Why do we hang on her every word?
Since the rollout of Hard Choices, the commentariat has gone from mere obsession with Hillary Rodham Clinton to all-out frenzy. She said/she didn’t say; she will/she won’t; she means/she doesn’t. Over and over they wonder why she said it, what she will say next, what she really thinks.
Consider Clinton’s recent interviews with Diane Sawyer on ABC and Christiane Amanpour on CNN, where the former secretary of state fielded questions about her diplomatic record and her family’s wealth and danced around the fraught subject of whether she’ll run for president in 2016. (“A hard choice,” Clinton said, melding book promotion with seeming candor.)
In truth, however, the interviews themselves are less interesting than the meta-interviews: analyses of the interviews by the punditry.
Yes, the author of a potential blockbuster is typically interviewed to pieces. A person of real-world importance who writes a memoir often receives a lot of attention. But the responses to Clinton’s interviews, especially these, were unusual in a couple of respects.
Interviews with both those kinds of authors generally don’t create much post-interview chitchat, unless of course the author lets slip something truly astonishing (which Clinton has almost always been much too “cautious,” to use a word often and negatively applied to her, to ever do). And even the most newsworthy authors do not generate repeated and lengthy discussions of personality, as revealed (or not) in the interview. But with Clinton, we’ve been subjected to minute analyses of her style and what it presages: She didn’t “engage”; she “hit an inside-the-park home run”; she’s “ready.” The most frequent conclusions: She was not prepared for the Sawyer interview, but had boned up very satisfactorily for CNN. She was declared “ready.” Ready for what? (As if anyone didn’t know.) And what does her “rustiness,” or her “readiness,” mean?
Very little of the what-does-she-mean discussion is new, and still less is illuminating. Much more interesting and important than asking what Clinton means is turning the question back on ourselves: What does our fascination with what Hillary means mean? What does it tell us about who we are?
Our obsession is especially weird because it is virtually unique in the history of American political campaigning. This kind and amount of curiosity about a potential candidate’s intentions practically never arises—especially 2 ½ years before the election itself. And none of the other potential 2016 contenders—not Jeb Bush, not Rand Paul, not Joe Biden—has been subjected to anything remotely like the attention lavished daily on Hillary.
Once we understand what’s going on, we will learn a lot about ourselves. Our frenzy has less to do with electoral politics than with our gender uncertainties. How should we think of a woman who is running for president? What should we expect of her? How do we want her to talk and be to function plausibly in her novel role?
We have been experiencing a partial dress rehearsal since 2008. When Obama is regularly criticized as “aloof,” are critics assessing his style alongside that of the white men who have held that position, or are they implicitly assuming that a man of color “should” be more gregarious? But gender stereotypes have been around longer, are more universal and go psychologically deeper than racial stereotypes, and therefore we —both women and men—experience more confusion and agita when forced to rethink ancient attitudes.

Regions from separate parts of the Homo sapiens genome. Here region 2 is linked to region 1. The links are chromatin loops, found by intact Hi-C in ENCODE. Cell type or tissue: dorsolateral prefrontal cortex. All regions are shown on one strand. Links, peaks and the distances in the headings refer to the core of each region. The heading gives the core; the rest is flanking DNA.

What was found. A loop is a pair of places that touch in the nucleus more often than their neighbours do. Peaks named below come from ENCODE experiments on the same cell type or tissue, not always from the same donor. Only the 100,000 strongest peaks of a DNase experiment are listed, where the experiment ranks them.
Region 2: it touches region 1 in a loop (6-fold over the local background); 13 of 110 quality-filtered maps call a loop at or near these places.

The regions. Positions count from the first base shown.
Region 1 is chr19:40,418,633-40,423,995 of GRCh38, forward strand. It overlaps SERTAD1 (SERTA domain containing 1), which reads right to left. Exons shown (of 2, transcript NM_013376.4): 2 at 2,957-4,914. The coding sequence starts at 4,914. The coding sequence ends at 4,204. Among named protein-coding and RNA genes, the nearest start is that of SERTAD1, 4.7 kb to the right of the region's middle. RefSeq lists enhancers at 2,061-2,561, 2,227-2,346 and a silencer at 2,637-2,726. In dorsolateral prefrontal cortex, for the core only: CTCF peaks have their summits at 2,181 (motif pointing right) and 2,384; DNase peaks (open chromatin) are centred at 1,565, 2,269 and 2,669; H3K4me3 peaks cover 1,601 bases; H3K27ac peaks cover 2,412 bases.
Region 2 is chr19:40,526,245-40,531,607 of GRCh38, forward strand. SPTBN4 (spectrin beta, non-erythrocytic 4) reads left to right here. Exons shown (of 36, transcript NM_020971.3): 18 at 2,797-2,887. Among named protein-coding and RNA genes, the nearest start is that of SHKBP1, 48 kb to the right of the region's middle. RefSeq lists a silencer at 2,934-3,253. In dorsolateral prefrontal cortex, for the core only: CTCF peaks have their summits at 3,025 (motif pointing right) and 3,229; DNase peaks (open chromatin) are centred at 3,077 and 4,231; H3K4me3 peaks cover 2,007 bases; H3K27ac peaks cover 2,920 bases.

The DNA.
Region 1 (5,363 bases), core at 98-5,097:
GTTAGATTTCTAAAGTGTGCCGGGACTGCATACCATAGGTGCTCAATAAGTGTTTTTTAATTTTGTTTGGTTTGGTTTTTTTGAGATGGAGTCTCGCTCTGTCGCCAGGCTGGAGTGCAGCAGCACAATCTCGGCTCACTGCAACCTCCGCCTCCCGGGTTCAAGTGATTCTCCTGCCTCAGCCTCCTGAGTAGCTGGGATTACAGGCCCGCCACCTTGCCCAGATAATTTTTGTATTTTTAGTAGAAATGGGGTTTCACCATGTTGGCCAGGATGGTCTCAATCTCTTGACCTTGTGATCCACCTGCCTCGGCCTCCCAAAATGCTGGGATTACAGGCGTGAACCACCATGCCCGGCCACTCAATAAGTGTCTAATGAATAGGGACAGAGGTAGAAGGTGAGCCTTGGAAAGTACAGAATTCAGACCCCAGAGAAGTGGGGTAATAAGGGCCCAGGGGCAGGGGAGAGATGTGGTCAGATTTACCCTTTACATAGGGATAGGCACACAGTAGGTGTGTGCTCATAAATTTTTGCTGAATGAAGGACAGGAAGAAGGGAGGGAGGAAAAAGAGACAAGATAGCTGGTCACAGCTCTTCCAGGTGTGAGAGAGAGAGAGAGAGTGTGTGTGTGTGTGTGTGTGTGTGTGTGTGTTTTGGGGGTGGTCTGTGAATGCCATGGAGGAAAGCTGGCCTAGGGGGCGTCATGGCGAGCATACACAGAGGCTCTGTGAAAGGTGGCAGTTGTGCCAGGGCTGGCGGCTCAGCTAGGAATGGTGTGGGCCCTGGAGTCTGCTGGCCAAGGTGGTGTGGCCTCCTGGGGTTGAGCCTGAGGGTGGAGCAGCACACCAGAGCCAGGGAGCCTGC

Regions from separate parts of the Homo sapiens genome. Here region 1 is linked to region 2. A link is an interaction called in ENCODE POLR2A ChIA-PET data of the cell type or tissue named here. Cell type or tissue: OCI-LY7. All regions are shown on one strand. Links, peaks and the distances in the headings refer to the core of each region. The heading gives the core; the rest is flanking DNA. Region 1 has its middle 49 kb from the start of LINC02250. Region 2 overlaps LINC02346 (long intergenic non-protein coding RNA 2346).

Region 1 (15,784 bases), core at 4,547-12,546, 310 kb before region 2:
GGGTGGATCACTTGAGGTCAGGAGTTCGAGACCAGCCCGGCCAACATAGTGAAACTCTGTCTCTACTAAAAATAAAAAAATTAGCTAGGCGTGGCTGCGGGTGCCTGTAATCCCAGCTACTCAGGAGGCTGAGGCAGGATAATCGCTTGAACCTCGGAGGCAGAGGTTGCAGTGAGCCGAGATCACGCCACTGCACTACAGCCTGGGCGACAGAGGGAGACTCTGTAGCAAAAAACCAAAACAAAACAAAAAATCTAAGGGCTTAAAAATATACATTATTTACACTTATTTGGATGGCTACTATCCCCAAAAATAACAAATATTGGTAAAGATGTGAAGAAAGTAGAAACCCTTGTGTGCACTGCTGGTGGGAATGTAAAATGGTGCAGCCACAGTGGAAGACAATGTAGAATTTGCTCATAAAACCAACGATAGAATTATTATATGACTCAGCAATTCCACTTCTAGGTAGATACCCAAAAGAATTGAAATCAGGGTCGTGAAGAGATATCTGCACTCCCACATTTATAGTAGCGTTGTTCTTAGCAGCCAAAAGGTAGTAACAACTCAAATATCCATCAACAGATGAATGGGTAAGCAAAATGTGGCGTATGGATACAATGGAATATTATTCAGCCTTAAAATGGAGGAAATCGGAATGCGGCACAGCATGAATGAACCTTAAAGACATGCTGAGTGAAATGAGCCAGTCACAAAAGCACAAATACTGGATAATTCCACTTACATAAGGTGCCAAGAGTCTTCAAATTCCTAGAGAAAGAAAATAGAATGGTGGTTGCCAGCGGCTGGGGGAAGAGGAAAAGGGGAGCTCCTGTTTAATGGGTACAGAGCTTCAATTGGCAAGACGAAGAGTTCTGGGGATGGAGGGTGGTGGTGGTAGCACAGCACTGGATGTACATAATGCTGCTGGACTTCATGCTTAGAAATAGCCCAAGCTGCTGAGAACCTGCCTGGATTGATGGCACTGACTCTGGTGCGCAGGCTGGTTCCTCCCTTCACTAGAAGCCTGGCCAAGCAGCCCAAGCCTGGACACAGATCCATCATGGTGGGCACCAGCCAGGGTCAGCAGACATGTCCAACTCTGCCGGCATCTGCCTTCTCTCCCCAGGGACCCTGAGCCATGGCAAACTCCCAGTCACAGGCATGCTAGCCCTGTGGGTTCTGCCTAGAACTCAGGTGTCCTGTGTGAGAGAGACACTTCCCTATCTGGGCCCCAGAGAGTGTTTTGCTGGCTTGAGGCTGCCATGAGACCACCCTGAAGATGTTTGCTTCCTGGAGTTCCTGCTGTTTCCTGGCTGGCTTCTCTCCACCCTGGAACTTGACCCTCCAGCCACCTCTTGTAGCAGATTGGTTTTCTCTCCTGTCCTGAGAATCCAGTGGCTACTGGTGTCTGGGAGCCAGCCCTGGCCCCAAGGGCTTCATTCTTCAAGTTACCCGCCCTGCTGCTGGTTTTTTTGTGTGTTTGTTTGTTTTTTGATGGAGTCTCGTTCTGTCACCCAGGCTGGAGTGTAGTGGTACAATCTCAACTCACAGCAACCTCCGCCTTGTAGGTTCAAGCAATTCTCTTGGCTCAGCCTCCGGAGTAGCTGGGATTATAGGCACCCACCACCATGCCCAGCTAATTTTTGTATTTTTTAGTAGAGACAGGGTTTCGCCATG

We don’t know how to experience a female presidential candidate. Yes, there have been a fair number of women running for and winning high positions—in Congress, in the Senate, as governors. But none of these positions has anything like the symbolic functions of the presidency. The president is not only the literal executive who does America’s business, but also the exemplar of what it means to be American, the best possible possessor of the most power in the world. So until very recently, Americans could look at a president as a sort of super-us: like us, an American, but just a little bit better than we are.
Since 2008 Americans, and white Americans in particular, have had to ask new questions, or anticipate new answers to old questions. How is the president still like us, and if he isn’t, in the same way, how should we think of him? Answers have not been forthcoming, in part, because we have resisted examining our racial attitudes and still less, explicitly reframing our assumptions.
When the president was different because of race, we could at least pretend that nothing had changed. We hadn’t been asked to do anything new. We were – as we enjoyed remarking for a while – post-racial. Of course, it soon became clear that we really weren’t. But even though we could semi-seriously embrace the ideal of a post-racial presidency, no rational person is about to suggest that we might, in 2016, embark upon one that was post-gendered, much less that we might be becoming a post-gendered society. The very obsession with Clinton belies that suggestion.
Our special treatment of Clinton is based on our anxiety about women’s new roles. The fact that she has made us uncomfortable makes us treat her as an extreme case of “woman.” All too many of our unconscious beliefs about how women talk, what they mean and who decides what they mean, come into play as we listen to her. What she may actually say is immaterial. The fact that she is in a position to say what she is saying, or not say what she is not, is what troubles her listeners.